Olga Education, RRI

How do you understand Education in biosciences research? Education is, to our opinion, main link between biosciences research and transfer of obtained knowledge to next generation of scientists. This process is deep-rooted but not necessarily made explicit and it should be exploited much more effectively for the benefit of all involved stakeholders. The best way of enhancing the motivation of both academics and students is linking research and teaching and furthermore transferring this knowledge not only to students but also to broader public. What are the current standards and actions to achieve better Education in your University and in your country? Studies at the University of Primorska are based on modern teaching methods and are carried out in various forms, such as lectures, seminars, exercises (field work, laboratories), tutorials and independent study. Teaching and learning processes are based on proactive methods that encourage students to critically evaluate their acquired knowledge and skills and are focused on the integration of education and research. International cooperation and mobility of academics and researchers is one of the basic policies of our University. We also promote mobility within existing schemes (Erasmus+, CEEPUS) and within bilateral agreements on different levels (national, university and faculty). What are you aiming for with the implementation of the STARBIOS2 actions towards better Education standards for your institute? At the University of Primorska, we are implementing key actions of the ‘Science with and for Society’ by connecting together researchers, citizens, policy makers, business and third sector organizations. We believe that all societal actors working together could …

STARBIOS2_FEATURES IMAGE - Ethics in biosciences UNITOV

Ethics and RRI: the experience of UNITOV, Italy

Olga Ethics, RRI

Dr Carla Montesano – Assistant Professor of General Pathology and Immunology, member of STARBIOS2 Coordination Team, and responsible for the STARBIOS2 Action Plan of University of Rome – Tor Vergata Taking into account the Italian context, what are the objectives of the STARBIOS2 team regarding the relationship between ethics and RRI? In Italy, as is known, ethics in the biosciences sector is regulated by law at the national level and specific activities, such as the use of animals and biological samples of human origin, the generation and use of GMOs, are controlled by specific control committees. Within the framework of the STARBIOS2 project at the Department of Biology of the University of Rome “Tor Vergata”, we intend to raise awareness among young researchers on ethical issues, increasing the perception of ethics as a useful way for improving the research (in a qualitative sense): this to say that the adoption of an ethical practice in research means that research results and products are socially accepted. Furthermore, we aim to involve young researchers and PhD students in the ethics debate, as an important RRI key. The idea is to organize a “Bioethic open lab”, that is a permanent and open working group in the Department of Biology, for working out ethical issues regarding the biosciences. Which institution, within your university, is promoting this reflection? The “UNESCO interdisciplinary Chair in Biotechnology”, active since twenty years in the Department of Biology of University of Rome “Tor Vergata”, has carried out research related to the …

Featured Image STARBIOS2 Blog Ethics Oxford

Ethics in Biosciences Research, University of Oxford

Olga Ethics, RRI

How do you understand Ethics in biosciences research? Ethics in biosciences research should be understood as means to ensure high-quality research and guarantee the protection of fundamental rights. Even though ethic principles are well defined and established, as biosciences research progresses, new ethical conflicts may arise. All biosciences research must be carried out within the good practice framework that Ethics represents. What are the current standards and actions to achieve better Ethics in your University and in your country? In the case of human subjects’ research, all research conducted on National Health Service (NHS) patients or their information must be approved by the Research Ethics Committee (REC) of the National Research Ethics Service (NRES) which coordinates RECs across the UK. If the research does not include NHS patients or their information, the University of Oxford has its own system of research ethics governance: the Central University Research Ethics Committee (CUREC). The majority of approvals are decentralised to Interdivisional RECs, and then to Departmental RECs. In the case of research conducted on animals, the UK has strict regulations that are overseen by the Home Office Department of the Government. Researchers must be trained and be granted a Home Office License in order to be able to conduct research on animals. What are you aiming for with the implementation of the STARBIOS2 actions towards better Ethics standards for your institute? In relation to Ethics, our strategy is to raise awareness and evaluate the procedures for planning and including research ethical issues in …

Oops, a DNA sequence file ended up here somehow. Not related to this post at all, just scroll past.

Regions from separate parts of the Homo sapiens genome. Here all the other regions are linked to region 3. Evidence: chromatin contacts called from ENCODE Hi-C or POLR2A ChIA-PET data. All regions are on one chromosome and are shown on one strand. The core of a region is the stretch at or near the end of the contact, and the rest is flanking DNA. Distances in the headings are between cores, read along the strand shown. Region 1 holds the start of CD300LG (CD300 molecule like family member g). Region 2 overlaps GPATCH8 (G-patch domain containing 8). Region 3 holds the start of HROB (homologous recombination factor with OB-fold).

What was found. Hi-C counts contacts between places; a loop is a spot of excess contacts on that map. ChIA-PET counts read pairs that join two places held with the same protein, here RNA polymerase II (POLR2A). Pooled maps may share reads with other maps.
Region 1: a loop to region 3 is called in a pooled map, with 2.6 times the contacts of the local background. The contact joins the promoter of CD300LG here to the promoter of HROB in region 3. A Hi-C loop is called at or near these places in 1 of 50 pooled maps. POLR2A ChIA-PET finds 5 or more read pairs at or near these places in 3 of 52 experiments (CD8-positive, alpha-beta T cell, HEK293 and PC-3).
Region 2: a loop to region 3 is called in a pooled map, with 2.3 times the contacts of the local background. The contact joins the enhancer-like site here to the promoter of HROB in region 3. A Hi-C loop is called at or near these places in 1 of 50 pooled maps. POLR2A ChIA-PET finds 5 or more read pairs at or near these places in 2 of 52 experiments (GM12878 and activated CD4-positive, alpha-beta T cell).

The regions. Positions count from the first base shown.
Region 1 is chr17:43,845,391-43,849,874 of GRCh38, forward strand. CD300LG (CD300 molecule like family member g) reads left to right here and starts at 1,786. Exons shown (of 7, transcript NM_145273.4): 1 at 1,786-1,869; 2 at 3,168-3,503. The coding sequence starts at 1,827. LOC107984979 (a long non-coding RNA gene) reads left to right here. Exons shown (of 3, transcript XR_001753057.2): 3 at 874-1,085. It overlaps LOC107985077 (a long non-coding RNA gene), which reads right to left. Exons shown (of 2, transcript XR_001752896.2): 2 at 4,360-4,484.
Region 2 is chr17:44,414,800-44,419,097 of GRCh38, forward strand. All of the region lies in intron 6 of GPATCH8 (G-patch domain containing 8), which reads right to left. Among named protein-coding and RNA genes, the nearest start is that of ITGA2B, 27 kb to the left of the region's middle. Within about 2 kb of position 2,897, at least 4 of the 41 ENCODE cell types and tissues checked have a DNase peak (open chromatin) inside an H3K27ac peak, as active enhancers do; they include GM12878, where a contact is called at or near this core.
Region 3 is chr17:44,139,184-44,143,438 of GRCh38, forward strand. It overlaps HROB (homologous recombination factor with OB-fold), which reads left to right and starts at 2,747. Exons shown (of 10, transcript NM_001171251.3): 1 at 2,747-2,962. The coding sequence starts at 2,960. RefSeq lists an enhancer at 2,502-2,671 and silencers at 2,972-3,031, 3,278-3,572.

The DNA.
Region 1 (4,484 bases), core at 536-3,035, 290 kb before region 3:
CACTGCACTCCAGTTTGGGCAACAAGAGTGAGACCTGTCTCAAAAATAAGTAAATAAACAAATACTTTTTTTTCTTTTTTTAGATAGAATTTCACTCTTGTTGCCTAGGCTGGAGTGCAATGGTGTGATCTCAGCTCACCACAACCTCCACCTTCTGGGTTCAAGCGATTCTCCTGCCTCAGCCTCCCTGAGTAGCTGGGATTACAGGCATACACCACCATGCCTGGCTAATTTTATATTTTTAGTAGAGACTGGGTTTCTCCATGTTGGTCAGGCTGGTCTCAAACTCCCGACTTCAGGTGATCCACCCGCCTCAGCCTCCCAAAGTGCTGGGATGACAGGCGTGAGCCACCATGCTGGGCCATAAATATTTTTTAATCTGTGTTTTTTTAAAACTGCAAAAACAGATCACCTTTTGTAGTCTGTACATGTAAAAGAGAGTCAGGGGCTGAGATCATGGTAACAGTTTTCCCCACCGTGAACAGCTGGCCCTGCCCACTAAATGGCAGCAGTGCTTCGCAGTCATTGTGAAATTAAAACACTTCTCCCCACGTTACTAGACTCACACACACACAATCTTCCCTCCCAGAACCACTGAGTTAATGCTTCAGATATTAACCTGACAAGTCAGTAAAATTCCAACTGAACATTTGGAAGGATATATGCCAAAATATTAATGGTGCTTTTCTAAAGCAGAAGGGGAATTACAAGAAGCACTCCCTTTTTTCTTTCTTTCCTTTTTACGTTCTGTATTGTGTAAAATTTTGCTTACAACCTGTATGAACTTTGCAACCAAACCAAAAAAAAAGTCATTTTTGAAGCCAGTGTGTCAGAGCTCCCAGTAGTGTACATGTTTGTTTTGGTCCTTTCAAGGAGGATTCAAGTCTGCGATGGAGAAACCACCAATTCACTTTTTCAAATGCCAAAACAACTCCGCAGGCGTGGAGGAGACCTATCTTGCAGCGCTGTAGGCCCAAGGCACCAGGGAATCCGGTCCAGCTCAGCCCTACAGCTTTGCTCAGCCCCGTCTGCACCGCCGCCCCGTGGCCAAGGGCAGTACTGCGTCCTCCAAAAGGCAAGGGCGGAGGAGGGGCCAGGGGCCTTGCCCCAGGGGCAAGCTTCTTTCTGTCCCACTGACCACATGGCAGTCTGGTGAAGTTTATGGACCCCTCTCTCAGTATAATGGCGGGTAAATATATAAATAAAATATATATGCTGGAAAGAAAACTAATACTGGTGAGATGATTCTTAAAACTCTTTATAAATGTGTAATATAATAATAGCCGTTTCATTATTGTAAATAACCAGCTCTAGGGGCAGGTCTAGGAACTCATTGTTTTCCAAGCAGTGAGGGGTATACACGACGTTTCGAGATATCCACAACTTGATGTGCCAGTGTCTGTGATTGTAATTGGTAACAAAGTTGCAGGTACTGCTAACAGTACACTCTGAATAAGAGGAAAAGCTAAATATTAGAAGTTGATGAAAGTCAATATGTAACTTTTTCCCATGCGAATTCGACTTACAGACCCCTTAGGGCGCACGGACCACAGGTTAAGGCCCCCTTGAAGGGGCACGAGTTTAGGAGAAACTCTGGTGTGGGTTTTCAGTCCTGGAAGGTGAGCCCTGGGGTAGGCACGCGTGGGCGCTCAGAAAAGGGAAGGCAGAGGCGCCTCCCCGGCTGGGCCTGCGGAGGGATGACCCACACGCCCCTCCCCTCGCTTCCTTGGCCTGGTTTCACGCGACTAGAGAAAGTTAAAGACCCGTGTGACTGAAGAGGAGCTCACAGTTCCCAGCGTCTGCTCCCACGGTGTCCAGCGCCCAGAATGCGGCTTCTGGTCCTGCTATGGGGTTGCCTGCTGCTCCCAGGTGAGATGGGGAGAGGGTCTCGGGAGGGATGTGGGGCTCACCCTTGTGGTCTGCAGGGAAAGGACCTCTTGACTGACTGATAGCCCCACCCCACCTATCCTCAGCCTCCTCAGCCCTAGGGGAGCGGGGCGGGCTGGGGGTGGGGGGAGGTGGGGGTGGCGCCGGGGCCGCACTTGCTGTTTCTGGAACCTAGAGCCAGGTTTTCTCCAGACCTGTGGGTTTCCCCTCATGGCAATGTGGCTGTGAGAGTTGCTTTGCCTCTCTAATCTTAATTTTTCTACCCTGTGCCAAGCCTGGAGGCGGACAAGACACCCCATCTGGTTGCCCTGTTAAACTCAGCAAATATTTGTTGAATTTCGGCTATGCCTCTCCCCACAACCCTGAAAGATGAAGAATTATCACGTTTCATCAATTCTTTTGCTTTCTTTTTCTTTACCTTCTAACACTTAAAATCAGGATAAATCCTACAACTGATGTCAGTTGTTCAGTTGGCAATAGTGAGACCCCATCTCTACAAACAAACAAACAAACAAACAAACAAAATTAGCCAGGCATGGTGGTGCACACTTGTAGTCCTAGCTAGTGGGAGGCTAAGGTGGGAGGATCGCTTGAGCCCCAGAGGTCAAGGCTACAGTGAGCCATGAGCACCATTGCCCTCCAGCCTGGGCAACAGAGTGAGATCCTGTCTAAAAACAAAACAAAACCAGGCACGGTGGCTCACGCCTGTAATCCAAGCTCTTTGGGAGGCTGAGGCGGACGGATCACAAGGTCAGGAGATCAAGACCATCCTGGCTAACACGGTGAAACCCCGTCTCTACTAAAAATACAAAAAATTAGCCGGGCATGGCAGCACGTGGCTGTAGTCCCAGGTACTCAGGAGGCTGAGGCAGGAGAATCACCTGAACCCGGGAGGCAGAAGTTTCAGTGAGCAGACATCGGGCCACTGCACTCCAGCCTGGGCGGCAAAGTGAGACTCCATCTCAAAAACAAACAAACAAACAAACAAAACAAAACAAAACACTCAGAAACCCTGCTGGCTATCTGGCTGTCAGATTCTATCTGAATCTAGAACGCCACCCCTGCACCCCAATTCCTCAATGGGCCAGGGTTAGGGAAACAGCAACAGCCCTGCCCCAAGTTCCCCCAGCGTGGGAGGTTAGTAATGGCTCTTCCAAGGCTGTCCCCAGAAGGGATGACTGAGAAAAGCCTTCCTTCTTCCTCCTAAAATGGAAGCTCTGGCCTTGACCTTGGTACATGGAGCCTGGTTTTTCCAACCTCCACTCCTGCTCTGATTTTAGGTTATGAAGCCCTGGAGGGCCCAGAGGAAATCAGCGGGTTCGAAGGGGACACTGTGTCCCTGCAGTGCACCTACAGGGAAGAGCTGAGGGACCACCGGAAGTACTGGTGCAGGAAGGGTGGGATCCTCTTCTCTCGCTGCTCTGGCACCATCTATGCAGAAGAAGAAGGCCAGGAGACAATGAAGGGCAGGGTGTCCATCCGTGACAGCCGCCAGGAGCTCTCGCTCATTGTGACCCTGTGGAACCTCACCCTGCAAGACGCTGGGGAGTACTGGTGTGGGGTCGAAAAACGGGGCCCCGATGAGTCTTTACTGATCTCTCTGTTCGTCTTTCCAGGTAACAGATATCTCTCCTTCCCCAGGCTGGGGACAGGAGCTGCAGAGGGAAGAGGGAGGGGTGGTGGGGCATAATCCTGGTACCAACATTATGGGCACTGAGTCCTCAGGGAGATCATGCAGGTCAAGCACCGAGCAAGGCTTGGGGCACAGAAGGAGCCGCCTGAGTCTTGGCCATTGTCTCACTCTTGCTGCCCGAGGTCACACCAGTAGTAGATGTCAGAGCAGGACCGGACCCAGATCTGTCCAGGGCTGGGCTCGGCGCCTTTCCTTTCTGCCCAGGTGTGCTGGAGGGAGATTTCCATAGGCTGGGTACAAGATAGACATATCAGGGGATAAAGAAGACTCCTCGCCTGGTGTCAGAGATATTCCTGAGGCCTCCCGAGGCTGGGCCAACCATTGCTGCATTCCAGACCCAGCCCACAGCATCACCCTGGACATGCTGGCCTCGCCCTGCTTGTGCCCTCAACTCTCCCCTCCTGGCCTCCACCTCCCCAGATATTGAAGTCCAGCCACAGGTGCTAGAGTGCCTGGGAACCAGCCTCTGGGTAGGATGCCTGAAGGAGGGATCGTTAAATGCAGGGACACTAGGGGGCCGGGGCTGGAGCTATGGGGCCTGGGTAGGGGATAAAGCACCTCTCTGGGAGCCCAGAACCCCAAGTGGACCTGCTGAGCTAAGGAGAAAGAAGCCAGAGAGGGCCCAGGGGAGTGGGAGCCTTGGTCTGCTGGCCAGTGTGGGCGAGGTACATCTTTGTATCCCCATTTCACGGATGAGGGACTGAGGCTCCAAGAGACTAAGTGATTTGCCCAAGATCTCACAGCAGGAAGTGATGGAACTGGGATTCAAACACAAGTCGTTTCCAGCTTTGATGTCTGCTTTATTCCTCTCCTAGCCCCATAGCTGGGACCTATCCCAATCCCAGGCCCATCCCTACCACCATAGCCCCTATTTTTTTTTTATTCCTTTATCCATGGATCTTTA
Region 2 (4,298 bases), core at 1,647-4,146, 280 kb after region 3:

Featured Image STARBIOS2 Blog Gender University of Bremen

Gender in Biosciences Research, University of Bremen

Olga Gender, RRI

How do you understand Gender in biosciences research? Women are under-represented in research generally, and in STEM occupations specifically. The explanations for these patterns vary from discrimination of women and “glass-ceiling” effects, to implications of gender differences in household and family, and to modern men and women making different choices due to different life values and life priorities. Historically, natural science has been perceived as a male domain. Today, gender in biology study programs is balanced up to and including the doctoral level (see Figure 1 – the proportion of men and women in Faculty 02 Biology and Chemistry at the University of Bremen). The critical point is the retention of women in and after the postdoctoral career level. In average, in academic biosciences in Germany only 15 per cent of Professors are female. The “leak” of women from the science pipeline means a regrettable waste of expertise. Gender diversity enriches scientific enquiry, promotes excellence, and opens the horizon for societal contextualized questions and research. What are the current standards and actions to achieve better Gender in the University of Bremen? The Action Plan of Science 2020 of the Senator of Science and Research of the Federal State of Bremen states the need of cultivating a more gender-balanced environment at the institutions of higher education. Gender inequality in scientific careers undermines the principles of fairness, equality of opportunity and social justice. Therefore, structural principles to cover gender-political measurements are in the core of the recently launched Diversity Strategy of the …